With “Mad Men” coming to a close, there is no better time to talk about a transplant right out of the chic ’60s: Blues Alley, located on 1073 Wisconsin Ave. At this formally informal brick-clad “supper club,” visitors can get a filling meal while watching performers tango with the controlled chaos that is jazz. During my night at the club, I enjoyed a performance by the Japanese Jazz group, the Chihiro Yamanaka Trio. The only parallel that can be drawn to this experience is the scene in 2004’s Anchorman in which Ron Burgundy wows a crowd of San Diegans with his deft performance of jazz flute. I would not bring that reference up if it were not so 100-percent incredibly accurate. It depicts exactly what a jazz supper club is like. Patrons sit at little tables in a room that looks like an enlarged British club, sip on wine and cocktails, and watch a performer play his heart out.
But the experience at Blues Alley goes beyond a nod to an American cult-classic; the restaurant is really phenomenal. The Jambalaya (recommended personally by my waitress) was extremely filling and flavorful. In fact, I had to take a break midway through my meal just to process and stop myself from overheating. It was spicy, tangy and crunchy — overall superb. From other patrons, the sentiments were the same; from the famous house ribs to the catfish, the food is off the charts. But one should note that these meals do not come without a steep price. A $30 ticket is compounded by at least a $12 cover charge in the restaurant. You’ll be looking at a menu that include a $9.35 Caesar salad and an $8 service fee of “rice and beans,” plus entrees that are almost exclusively more than $20. The frugal among us be warned, this may not be the experience for you.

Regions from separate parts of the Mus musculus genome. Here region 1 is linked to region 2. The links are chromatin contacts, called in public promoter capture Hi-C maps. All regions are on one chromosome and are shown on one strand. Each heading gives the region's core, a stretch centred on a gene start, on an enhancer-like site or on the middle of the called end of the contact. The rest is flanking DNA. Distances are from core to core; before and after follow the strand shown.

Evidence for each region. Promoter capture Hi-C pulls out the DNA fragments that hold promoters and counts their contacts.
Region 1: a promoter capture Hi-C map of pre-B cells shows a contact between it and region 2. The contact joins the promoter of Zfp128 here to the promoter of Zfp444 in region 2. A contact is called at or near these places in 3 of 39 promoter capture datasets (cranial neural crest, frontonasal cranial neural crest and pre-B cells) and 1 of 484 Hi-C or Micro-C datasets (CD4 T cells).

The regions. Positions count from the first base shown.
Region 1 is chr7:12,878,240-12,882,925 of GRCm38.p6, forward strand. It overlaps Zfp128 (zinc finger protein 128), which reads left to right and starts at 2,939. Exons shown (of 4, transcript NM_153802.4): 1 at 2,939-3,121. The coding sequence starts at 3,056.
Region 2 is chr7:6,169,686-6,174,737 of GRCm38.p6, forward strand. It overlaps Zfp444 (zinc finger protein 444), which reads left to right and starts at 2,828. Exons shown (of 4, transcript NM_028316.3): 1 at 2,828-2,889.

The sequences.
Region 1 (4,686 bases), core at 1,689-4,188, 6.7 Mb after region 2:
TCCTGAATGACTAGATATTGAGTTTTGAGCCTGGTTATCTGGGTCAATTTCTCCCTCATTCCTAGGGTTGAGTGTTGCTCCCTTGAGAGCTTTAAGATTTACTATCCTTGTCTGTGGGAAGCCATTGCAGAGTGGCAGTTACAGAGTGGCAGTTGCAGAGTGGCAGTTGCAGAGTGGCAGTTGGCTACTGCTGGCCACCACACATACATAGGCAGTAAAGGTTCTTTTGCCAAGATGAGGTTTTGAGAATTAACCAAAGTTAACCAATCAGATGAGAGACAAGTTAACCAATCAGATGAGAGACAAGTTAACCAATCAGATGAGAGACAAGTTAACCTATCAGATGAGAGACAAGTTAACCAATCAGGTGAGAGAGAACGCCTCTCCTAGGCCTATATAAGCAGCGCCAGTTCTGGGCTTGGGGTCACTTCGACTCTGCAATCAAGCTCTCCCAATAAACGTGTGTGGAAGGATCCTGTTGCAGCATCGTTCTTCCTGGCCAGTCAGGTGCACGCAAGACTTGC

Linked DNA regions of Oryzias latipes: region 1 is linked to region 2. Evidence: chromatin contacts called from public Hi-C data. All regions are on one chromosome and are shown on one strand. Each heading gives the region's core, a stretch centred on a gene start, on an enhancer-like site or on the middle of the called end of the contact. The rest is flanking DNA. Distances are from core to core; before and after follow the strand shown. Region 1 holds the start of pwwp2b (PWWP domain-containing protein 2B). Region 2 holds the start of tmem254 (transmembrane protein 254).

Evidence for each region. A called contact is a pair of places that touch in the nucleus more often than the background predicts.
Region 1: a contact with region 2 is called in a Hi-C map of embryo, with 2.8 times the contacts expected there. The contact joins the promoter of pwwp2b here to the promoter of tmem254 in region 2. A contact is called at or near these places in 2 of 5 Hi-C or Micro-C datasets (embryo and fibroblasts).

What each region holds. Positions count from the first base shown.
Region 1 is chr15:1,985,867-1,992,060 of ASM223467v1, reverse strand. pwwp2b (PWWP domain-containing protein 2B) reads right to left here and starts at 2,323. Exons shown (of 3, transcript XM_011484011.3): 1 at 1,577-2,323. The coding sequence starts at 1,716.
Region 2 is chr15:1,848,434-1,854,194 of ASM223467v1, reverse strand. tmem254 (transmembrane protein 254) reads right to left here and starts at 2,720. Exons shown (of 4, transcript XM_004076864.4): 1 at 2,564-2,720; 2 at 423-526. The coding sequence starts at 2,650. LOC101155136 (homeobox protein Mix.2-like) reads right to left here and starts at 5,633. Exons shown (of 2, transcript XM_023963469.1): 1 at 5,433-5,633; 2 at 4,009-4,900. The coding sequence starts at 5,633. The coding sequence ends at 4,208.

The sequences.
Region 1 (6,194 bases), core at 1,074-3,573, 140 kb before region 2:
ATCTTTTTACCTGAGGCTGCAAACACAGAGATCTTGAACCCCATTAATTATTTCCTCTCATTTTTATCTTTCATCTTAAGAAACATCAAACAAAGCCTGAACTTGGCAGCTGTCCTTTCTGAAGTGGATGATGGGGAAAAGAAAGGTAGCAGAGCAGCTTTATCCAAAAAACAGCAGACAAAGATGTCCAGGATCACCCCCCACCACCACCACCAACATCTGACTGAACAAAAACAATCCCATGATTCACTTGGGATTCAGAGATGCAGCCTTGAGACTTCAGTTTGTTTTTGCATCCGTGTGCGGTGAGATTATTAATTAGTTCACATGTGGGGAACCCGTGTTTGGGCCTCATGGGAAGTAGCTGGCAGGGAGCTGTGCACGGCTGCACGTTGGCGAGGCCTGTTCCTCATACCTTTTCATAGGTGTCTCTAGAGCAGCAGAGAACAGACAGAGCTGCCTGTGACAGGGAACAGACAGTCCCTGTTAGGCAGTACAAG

However, if you have accepted the price and forfeited your week’s earnings, welcome to Blues Alley. It’s an experience that is one of a kind. According to the restaurant’s website, it has been called “the nation’s finest jazz and supper club” by The New York Times and Washington’s “best night spot” by Washingtonian Magazine. These accolades are echoed by the unique design of Blues Alley’s interior. There is a certain casual theme to the entire eatery, with checkered tablecloths and brick walls paneled with wood from another century. It’s almost as if The Tombs had been taken over by New York’s SoHo elite. As the club is celebrating its 50th year, its history is readily noticeable through the countless framed headshots on the walls of performers who have gone before. Between these frames are retired trumpets and signs that inform patrons of the strict No-Recording Policy. If nothing else, Blues Alley knows how to build a one-of-a-kind culture.
The jazz aspect of the club was nothing short of impressive, as well. Yamanaka’s trio was phenomenal. Emceed by the Yamanaka herself, the band went on to play adaptations of George Gershwin’s “Summertime,” Dave Brubeck’s “Take Five,” and even a heavily adapted rendition of “Fur Elise” (From Yamanaka: “To those of you who like jazz, I hope you enjoy. To those of you who enjoy Beethoven, I’m so sorry.”). The music could stop anyone in his or her tracks. Never have I heard such discordant music strike such harmony. The chaos and the confusion of jazz eventually became unified. It warrants a listen.
The near-prohibitive ticket and meal pricing of Blues Alley makes it a great “once-in-a-while” place. However, despite this bar to entry, the club’s attendance is still very diverse. There are twenty-somethings, there are forty-year-olds who are seeking a date night while their kids are with the sitter, and there are even senior citizens who are trying to rekindle the excitement from their youth. Blues Alley brings together an eclectic group for an experience that makes you feel both elite and down-to-earth. Visitors can sit in another world, sipping your wine (or Diet Coke) and listen to jazz. Blues Alley lets you get away. So bring a friend, bring an appetite and bring a large wallet, because Blues Alley mixes the best of jazz with an unrivaled environment to create an unforgettable musical-culinary experience. Don Draper would be proud.
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